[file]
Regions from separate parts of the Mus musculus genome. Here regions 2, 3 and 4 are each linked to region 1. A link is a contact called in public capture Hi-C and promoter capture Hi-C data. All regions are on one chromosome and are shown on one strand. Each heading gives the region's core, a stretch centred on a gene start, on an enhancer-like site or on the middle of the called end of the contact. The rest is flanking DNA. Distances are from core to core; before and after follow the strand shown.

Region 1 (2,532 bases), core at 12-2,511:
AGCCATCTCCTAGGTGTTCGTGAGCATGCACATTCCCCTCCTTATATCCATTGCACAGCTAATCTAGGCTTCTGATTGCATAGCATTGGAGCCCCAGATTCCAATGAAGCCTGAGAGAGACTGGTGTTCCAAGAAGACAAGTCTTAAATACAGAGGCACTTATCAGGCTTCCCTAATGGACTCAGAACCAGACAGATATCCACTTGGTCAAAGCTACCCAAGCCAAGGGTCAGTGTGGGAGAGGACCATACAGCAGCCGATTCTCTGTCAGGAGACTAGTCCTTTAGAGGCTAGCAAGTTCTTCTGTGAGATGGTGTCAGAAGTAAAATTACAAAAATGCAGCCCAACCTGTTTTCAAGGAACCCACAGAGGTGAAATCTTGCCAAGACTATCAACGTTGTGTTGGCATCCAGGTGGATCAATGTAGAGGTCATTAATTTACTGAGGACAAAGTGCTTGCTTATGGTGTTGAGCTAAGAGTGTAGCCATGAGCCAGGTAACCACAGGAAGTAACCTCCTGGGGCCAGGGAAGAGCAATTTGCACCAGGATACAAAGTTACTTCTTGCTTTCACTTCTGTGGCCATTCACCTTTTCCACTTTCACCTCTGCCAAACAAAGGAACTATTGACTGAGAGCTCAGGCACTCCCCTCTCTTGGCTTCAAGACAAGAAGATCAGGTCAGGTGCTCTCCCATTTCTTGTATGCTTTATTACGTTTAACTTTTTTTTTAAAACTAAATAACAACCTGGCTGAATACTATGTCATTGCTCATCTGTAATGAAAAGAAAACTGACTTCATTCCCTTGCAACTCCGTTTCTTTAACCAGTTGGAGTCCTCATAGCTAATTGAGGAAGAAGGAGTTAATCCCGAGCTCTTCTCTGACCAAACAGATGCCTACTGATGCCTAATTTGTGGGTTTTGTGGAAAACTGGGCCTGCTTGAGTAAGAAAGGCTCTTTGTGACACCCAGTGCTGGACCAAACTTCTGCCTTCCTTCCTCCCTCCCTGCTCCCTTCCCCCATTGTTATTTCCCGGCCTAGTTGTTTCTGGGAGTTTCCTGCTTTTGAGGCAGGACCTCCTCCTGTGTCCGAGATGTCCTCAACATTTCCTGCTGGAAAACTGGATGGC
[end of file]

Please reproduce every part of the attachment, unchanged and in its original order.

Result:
Regions from separate parts of the Mus musculus genome. Here regions 2, 3 and 4 are each linked to region 1. A link is a contact called in public capture Hi-C and promoter capture Hi-C data. All regions are on one chromosome and are shown on one strand. Each heading gives the region's core, a stretch centred on a gene start, on an enhancer-like site or on the middle of the called end of the contact. The rest is flanking DNA. Distances are from core to core; before and after follow the strand shown.

Region 1 (2,532 bases), core at 12-2,511:
AGCCATCTCCTAGGTGTTCGTGAGCATGCACATTCCCCTCCTTATATCCATTGCACAGCTAATCTAGGCTTCTGATTGCATAGCATTGGAGCCCCAGATTCCAATGAAGCCTGAGAGAGACTGGTGTTCCAAGAAGACAAGTCTTAAATACAGAGGCACTTATCAGGCTTCCCTAATGGACTCAGAACCAGACAGATATCCACTTGGTCAAAGCTACCCAAGCCAAGGGTCAGTGTGGGAGAGGACCATACAGCAGCCGATTCTCTGTCAGGAGACTAGTCCTTTAGAGGCTAGCAAGTTCTTCTGTGAGATGGTGTCAGAAGTAAAATTACAAAAATGCAGCCCAACCTGTTTTCAAGGAACCCACAGAGGTGAAATCTTGCCAAGACTATCAACGTTGTGTTGGCATCCAGGTGGATCAATGTAGAGGTCATTAATTTACTGAGGACAAAGTGCTTGCTTATGGTGTTGAGCTAAGAGTGTAGCCATGAGCCAGGTAACCACAGGAAGTAACCTCCTGGGGCCAGGGAAGAGCAATTTGCACCAGGATACAAAGTTACTTCTTGCTTTCACTTCTGTGGCCATTCACCTTTTCCACTTTCACCTCTGCCAAACAAAGGAACTATTGACTGAGAGCTCAGGCACTCCCCTCTCTTGGCTTCAAGACAAGAAGATCAGGTCAGGTGCTCTCCCATTTCTTGTATGCTTTATTACGTTTAACTTTTTTTTTAAAACTAAATAACAACCTGGCTGAATACTATGTCATTGCTCATCTGTAATGAAAAGAAAACTGACTTCATTCCCTTGCAACTCCGTTTCTTTAACCAGTTGGAGTCCTCATAGCTAATTGAGGAAGAAGGAGTTAATCCCGAGCTCTTCTCTGACCAAACAGATGCCTACTGATGCCTAATTTGTGGGTTTTGTGGAAAACTGGGCCTGCTTGAGTAAGAAAGGCTCTTTGTGACACCCAGTGCTGGACCAAACTTCTGCCTTCCTTCCTCCCTCCCTGCTCCCTTCCCCCATTGTTATTTCCCGGCCTAGTTGTTTCTGGGAGTTTCCTGCTTTTGAGGCAGGACCTCCTCCTGTGTCCGAGATGTCCTCAACATTTCCTGCTGGAAAACTGGATGGC